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Transcriptomic network analyses of leaf dehydration responses identify highly connected ABA and ethylene signaling hubs in three grapevine species differing in drought tolerance
- Hopper, Daniel W., Ghan, Ryan, Schlauch, Karen A., Cramer, Grant R.
- BMC plant biology 2016 v.16 no.1 pp. 118
- Vitis, abscisic acid, analysis of variance, climate change, drought, drought tolerance, ethylene, food crops, gene expression regulation, genes, genotype, hormones, leaves, photosynthesis, physiological response, plant stress, rootstocks, signal transduction, sugars, time series analysis, transcription (genetics), transcription factors, transcriptomics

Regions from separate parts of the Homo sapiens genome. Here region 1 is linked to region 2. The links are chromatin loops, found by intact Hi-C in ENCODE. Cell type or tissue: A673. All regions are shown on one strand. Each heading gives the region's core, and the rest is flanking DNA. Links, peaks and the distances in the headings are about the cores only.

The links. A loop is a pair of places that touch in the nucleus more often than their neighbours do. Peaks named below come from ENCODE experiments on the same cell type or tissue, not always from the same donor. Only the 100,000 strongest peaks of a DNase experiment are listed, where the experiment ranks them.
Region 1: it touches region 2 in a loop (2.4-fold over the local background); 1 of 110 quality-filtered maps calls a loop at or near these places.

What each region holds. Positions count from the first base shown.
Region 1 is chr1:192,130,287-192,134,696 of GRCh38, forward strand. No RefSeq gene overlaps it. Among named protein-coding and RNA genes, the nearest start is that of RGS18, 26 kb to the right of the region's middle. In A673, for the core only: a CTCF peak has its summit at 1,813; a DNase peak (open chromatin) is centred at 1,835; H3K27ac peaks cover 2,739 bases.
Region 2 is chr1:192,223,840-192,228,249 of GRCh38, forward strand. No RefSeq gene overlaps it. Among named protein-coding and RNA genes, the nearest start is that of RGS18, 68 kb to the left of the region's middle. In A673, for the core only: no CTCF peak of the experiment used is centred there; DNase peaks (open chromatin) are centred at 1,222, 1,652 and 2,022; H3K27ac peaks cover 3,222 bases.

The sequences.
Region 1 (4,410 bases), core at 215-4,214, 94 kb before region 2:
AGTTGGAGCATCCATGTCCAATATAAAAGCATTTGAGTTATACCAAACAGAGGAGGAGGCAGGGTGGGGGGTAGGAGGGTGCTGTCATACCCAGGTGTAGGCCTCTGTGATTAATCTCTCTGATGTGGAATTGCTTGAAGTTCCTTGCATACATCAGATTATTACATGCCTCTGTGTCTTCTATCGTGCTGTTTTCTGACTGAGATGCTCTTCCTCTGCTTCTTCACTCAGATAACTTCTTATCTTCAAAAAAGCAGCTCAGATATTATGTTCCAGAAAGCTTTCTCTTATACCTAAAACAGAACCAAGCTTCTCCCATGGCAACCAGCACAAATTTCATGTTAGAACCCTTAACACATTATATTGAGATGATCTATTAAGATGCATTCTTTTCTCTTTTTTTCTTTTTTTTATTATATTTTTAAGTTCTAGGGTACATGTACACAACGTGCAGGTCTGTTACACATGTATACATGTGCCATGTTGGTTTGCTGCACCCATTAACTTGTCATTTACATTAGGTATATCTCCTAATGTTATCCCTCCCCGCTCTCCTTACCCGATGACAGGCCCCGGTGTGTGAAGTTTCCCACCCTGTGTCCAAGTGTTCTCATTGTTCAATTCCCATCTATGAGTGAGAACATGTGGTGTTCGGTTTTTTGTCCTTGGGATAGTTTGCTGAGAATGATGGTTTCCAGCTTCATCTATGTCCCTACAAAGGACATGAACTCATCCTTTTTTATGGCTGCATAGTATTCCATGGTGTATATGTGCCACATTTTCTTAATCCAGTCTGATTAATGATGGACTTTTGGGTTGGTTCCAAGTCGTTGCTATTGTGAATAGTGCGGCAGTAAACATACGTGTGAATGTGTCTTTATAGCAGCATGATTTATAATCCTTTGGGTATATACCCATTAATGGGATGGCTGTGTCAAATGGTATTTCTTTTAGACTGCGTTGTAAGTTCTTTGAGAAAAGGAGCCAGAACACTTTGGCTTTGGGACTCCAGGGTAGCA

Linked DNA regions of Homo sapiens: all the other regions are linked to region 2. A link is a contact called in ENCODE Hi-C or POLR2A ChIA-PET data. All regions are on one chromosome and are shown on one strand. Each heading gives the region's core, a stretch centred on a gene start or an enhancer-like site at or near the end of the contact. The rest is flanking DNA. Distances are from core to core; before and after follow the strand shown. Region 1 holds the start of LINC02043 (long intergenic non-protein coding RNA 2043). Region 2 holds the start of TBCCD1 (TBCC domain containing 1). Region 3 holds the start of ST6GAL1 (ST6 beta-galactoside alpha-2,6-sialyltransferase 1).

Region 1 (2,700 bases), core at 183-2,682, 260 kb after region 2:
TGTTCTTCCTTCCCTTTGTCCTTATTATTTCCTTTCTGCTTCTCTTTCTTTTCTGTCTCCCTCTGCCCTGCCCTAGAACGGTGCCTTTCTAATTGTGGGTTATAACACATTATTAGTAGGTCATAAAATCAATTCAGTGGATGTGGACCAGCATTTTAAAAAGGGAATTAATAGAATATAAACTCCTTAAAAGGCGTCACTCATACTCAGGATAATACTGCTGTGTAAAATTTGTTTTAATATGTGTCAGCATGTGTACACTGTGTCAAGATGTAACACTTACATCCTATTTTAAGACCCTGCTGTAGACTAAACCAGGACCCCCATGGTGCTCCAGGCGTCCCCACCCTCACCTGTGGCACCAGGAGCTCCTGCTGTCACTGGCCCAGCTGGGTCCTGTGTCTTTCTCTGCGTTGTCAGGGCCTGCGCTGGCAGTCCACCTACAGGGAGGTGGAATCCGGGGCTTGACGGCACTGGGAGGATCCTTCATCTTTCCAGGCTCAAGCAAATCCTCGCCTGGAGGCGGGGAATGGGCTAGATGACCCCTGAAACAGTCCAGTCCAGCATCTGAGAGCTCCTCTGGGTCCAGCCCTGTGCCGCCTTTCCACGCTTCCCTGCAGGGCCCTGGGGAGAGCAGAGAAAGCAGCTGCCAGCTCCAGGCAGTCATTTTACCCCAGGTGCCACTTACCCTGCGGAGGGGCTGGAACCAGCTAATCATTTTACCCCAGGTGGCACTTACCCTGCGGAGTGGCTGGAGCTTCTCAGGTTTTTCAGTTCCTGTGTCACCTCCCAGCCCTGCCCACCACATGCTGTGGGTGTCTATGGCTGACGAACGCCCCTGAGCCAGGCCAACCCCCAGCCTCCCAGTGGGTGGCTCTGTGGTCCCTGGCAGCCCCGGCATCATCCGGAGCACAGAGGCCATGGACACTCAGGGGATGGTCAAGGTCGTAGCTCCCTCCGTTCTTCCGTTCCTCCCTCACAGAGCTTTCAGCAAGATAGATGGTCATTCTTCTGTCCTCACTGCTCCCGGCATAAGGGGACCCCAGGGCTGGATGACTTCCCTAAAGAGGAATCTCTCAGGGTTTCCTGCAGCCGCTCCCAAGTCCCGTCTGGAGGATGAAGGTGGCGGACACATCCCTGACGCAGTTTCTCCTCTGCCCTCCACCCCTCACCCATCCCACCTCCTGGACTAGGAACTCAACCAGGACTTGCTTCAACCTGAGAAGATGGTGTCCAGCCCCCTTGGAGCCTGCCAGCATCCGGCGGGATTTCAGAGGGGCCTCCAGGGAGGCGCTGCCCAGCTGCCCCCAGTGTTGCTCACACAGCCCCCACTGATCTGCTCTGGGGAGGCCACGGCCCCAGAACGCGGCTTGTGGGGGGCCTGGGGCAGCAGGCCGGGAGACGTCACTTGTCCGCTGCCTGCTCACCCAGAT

- BACKGROUND: Grapevine is a major food crop that is affected by global climate change. Consistent with field studies, dehydration assays of grapevine leaves can reveal valuable information of the plant’s response at physiological, transcript, and protein levels. There are well-known differences in grapevine rootstocks responses to dehydration. We used time-series transcriptomic approaches combined with network analyses to elucidate and identify important physiological processes and network hubs that responded to dehydration in three different grapevine species differing in their drought tolerance. RESULTS: Transcriptomic analyses of the leaves of Cabernet Sauvignon, Riparia Gloire, and Ramsey were evaluated at different times during a 24-h controlled dehydration. Analysis of variance (ANOVA) revealed that approximately 11,000 transcripts changed significantly with respect to the genotype x treatment interaction term and approximately 6000 transcripts changed significantly according to the genotype x treatment x time interaction term indicating massive differential changes in gene expression over time. Standard analyses determined substantial effects on the transcript abundance of genes involved in the metabolism and signaling of two known plant stress hormones, abscisic acid (ABA) and ethylene. ABA and ethylene signaling maps were constructed and revealed specific changes in transcript abundance that were associated with the known drought tolerance of the genotypes including genes such as VviABI5, VviABF2, VviACS2, and VviWRKY22. Weighted-gene coexpression network analysis (WGCNA) confirmed these results. In particular, WGCNA identified 30 different modules, some of which had highly enriched gene ontology (GO) categories for photosynthesis, phenylpropanoid metabolism, ABA and ethylene signaling. The ABA signaling transcription factors, VviABI5 and VviABF2, were highly connected hubs in two modules, one being enriched in gaseous transport and the other in ethylene signaling. VviABI5 was distinctly correlated with an early response and high expression for the drought tolerant Ramsey and with little response from the drought sensitive Riparia Gloire. These ABA signaling transcription factors were highly connected to VviSnRK1 and other gene hubs associated with sugar, ethylene and ABA signaling. CONCLUSION: A leaf dehydration assay provided transcriptomic evidence for differential leaf responses to dehydration between genotypes differing in their drought tolerance. WGCNA proved to be a powerful network analysis approach; it identified 30 distinct modules (networks) with highly enriched GO categories and enabled the identification of gene hubs in these modules. Some of these genes were highly connected hubs in both the ABA and ethylene signaling pathways, supporting the hypothesis that there is substantial crosstalk between the two hormone pathways. This study identifies solid gene candidates for future investigations of drought tolerance in grapevine.